That is what that Arrill says, after all.
Absolutely it is written there, by Guru Sahib's dictation, and I will be discussing this in due course.


Thank God you are not married, otherwise you would have considered her embodiment of deceit
A little rude, as you don't know me, and I you. Let's keep this discussion from falling to such low standards please. Rememeber that comments made on this forum will be read by a large number of people and their experience here should be one of learning, not regretting they came here and were subject to this opinion of yours. We are not enemies. Let's share and discuss like Sikhs.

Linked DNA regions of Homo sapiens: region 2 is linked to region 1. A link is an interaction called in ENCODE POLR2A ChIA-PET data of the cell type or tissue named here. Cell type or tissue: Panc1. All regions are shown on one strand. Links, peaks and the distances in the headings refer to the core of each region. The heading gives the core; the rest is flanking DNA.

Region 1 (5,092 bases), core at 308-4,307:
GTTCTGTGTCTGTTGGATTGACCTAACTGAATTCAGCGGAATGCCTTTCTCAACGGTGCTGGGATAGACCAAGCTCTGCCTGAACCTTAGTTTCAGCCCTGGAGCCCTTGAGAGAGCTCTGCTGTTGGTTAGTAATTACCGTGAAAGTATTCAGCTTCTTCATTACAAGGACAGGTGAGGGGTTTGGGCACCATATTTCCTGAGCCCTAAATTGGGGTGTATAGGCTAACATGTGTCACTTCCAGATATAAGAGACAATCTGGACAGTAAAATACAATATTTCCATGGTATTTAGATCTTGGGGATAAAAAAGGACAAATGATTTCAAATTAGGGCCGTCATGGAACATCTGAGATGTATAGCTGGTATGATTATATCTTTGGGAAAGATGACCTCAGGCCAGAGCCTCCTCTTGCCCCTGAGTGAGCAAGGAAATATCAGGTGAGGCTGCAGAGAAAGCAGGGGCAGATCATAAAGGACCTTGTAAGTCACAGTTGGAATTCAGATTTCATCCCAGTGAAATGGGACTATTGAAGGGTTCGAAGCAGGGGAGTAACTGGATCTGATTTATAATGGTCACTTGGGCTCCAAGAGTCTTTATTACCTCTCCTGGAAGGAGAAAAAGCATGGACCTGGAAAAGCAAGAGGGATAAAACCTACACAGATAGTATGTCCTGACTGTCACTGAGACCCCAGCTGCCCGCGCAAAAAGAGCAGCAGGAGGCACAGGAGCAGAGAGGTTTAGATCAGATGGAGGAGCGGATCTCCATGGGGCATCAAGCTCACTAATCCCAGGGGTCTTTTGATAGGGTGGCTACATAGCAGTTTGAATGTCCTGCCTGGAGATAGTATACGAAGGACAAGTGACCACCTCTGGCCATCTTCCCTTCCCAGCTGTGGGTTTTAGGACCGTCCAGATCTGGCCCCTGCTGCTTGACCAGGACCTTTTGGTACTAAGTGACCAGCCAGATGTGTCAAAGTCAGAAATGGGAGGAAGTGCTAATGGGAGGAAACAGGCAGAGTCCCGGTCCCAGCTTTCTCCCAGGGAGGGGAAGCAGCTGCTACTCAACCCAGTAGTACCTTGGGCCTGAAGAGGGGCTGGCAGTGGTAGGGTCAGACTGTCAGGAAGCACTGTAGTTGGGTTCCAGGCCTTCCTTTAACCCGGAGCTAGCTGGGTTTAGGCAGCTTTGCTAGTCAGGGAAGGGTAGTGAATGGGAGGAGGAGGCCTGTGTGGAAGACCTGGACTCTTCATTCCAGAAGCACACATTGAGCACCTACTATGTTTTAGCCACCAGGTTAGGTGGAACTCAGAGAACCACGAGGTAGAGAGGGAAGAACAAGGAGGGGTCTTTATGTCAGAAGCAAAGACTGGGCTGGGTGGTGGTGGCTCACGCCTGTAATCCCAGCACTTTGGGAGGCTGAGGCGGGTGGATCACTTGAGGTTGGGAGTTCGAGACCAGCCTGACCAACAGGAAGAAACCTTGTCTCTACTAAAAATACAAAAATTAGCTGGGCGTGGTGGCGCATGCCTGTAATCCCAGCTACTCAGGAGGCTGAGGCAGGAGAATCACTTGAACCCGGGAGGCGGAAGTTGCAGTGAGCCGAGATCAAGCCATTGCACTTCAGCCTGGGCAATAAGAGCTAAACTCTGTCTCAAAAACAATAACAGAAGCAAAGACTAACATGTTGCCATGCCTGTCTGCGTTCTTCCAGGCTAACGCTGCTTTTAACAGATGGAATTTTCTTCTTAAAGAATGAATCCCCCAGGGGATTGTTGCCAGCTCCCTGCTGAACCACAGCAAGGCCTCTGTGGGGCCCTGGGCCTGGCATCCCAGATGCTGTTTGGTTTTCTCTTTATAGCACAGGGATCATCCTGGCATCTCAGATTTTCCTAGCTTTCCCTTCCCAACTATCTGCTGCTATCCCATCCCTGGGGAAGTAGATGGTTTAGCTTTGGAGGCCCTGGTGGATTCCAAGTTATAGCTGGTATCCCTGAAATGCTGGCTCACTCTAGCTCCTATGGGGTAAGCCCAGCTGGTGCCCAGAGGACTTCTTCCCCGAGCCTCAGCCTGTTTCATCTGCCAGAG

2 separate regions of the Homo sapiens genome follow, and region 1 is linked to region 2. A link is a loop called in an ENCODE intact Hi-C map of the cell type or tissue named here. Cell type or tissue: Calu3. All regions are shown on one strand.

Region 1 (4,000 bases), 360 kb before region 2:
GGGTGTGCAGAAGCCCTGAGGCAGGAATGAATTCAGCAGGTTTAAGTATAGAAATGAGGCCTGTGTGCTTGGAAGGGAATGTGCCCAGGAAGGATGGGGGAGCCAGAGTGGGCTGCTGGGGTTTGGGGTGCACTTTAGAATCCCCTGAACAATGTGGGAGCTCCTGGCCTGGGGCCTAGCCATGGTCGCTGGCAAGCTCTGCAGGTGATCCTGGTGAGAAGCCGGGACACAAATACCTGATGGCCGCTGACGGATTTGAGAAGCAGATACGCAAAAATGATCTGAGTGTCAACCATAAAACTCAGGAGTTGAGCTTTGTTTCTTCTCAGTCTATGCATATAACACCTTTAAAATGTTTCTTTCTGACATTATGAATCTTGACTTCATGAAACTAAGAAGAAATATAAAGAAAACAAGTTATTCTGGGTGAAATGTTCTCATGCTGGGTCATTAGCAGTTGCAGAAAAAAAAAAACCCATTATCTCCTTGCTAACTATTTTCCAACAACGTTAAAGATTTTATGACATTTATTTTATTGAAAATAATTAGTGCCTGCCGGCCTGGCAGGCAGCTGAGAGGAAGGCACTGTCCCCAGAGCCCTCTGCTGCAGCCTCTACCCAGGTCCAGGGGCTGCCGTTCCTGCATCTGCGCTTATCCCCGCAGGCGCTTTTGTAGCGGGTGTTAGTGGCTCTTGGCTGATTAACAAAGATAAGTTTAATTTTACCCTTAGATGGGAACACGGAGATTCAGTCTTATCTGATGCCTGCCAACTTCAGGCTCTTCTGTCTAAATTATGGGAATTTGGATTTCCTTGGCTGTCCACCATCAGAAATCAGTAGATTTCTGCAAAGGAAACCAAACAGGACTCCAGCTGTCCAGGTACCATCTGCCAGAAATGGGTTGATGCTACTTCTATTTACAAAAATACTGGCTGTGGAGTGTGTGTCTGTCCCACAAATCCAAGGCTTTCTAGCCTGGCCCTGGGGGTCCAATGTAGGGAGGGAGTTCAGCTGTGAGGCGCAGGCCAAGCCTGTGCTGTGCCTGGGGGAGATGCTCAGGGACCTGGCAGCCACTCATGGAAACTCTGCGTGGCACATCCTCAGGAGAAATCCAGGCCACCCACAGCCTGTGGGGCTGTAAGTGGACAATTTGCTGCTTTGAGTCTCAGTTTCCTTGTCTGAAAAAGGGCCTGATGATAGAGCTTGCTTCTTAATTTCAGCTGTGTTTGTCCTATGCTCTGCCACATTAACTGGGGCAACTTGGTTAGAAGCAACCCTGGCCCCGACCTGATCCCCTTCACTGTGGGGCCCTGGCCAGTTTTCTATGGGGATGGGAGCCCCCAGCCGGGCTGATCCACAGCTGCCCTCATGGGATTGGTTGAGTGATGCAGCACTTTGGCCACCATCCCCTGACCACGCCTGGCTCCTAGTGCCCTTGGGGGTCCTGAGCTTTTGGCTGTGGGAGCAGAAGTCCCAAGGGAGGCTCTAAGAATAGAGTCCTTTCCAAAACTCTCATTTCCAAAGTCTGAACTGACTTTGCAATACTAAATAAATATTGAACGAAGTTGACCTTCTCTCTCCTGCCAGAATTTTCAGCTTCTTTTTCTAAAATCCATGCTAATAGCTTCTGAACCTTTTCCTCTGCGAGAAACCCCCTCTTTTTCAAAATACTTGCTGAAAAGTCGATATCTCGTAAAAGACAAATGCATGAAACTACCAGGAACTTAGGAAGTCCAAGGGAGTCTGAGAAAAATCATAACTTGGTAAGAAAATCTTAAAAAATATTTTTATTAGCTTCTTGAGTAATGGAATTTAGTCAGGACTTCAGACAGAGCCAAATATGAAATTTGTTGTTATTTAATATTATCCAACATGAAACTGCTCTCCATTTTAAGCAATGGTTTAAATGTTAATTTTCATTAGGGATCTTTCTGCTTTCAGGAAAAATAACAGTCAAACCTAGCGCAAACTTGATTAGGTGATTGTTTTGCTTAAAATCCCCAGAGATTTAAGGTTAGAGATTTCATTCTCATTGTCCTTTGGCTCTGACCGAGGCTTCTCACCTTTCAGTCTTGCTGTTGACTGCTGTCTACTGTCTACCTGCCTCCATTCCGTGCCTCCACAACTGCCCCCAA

japjisahib04

Mentor
SPNer
Jan 22, 2005
822
1,292
kuwait
I know Kully jee I a was bit rude but couldn't withstand unjustice with would be bride who would have entered into hell, committed suicide, run away or her life ended in divorce. How could one expect, 'ਏਕ ਜੋਤਿ ਦੁਇ ਮੂਰਤੀ ਧਨ ਪਿਰੁ ਕਹੀਐ ਸੋਇ ॥੩॥ with the lady who is considered embodiment of deceit.
 
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Shabad Vichaar by SPN'ers

Literal translation from Sant Singh Khalsa in black followed by my interpretation in green.

ਕਾਨੜਾ ਮਹਲਾ ੫ ॥ Kaanarraa Mehalaa 5 || Ang 1298

ਕੀਰਤਿ ਪ੍ਰਭ ਕੀ ਗਾਉ ਮੇਰੀ ਰਸਨਾਂ ॥ Keerath Prabh Kee Gaao...